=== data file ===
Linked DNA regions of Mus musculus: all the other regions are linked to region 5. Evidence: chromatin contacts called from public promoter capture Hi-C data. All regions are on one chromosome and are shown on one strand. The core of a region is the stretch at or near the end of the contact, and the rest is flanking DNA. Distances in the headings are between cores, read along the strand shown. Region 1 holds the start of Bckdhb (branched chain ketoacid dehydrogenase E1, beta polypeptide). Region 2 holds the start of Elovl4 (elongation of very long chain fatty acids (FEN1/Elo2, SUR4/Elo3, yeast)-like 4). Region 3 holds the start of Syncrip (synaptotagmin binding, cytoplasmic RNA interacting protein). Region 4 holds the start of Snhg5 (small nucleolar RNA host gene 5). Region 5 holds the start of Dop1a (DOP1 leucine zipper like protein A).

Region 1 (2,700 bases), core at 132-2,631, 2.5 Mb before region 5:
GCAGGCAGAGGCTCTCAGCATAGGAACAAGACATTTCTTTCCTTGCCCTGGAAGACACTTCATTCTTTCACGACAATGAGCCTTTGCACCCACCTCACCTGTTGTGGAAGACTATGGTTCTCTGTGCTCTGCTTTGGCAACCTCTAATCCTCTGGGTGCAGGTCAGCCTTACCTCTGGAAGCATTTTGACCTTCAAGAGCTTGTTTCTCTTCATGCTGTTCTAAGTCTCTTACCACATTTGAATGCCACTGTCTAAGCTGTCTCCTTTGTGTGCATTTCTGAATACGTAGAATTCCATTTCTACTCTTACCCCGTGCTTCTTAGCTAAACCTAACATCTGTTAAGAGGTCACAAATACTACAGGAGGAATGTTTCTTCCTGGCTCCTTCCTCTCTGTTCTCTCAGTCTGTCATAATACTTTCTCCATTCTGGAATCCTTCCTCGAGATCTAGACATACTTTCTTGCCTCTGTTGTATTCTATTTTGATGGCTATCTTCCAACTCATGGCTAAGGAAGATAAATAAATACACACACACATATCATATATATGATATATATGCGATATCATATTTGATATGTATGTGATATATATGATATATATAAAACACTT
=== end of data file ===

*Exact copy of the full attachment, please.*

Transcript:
Linked DNA regions of Mus musculus: all the other regions are linked to region 5. Evidence: chromatin contacts called from public promoter capture Hi-C data. All regions are on one chromosome and are shown on one strand. The core of a region is the stretch at or near the end of the contact, and the rest is flanking DNA. Distances in the headings are between cores, read along the strand shown. Region 1 holds the start of Bckdhb (branched chain ketoacid dehydrogenase E1, beta polypeptide). Region 2 holds the start of Elovl4 (elongation of very long chain fatty acids (FEN1/Elo2, SUR4/Elo3, yeast)-like 4). Region 3 holds the start of Syncrip (synaptotagmin binding, cytoplasmic RNA interacting protein). Region 4 holds the start of Snhg5 (small nucleolar RNA host gene 5). Region 5 holds the start of Dop1a (DOP1 leucine zipper like protein A).

Region 1 (2,700 bases), core at 132-2,631, 2.5 Mb before region 5:
GCAGGCAGAGGCTCTCAGCATAGGAACAAGACATTTCTTTCCTTGCCCTGGAAGACACTTCATTCTTTCACGACAATGAGCCTTTGCACCCACCTCACCTGTTGTGGAAGACTATGGTTCTCTGTGCTCTGCTTTGGCAACCTCTAATCCTCTGGGTGCAGGTCAGCCTTACCTCTGGAAGCATTTTGACCTTCAAGAGCTTGTTTCTCTTCATGCTGTTCTAAGTCTCTTACCACATTTGAATGCCACTGTCTAAGCTGTCTCCTTTGTGTGCATTTCTGAATACGTAGAATTCCATTTCTACTCTTACCCCGTGCTTCTTAGCTAAACCTAACATCTGTTAAGAGGTCACAAATACTACAGGAGGAATGTTTCTTCCTGGCTCCTTCCTCTCTGTTCTCTCAGTCTGTCATAATACTTTCTCCATTCTGGAATCCTTCCTCGAGATCTAGACATACTTTCTTGCCTCTGTTGTATTCTATTTTGATGGCTATCTTCCAACTCATGGCTAAGGAAGATAAATAAATACACACACACATATCATATATATGATATATATGCGATATCATATTTGATATGTATGTGATATATATGATATATATAAAACACTT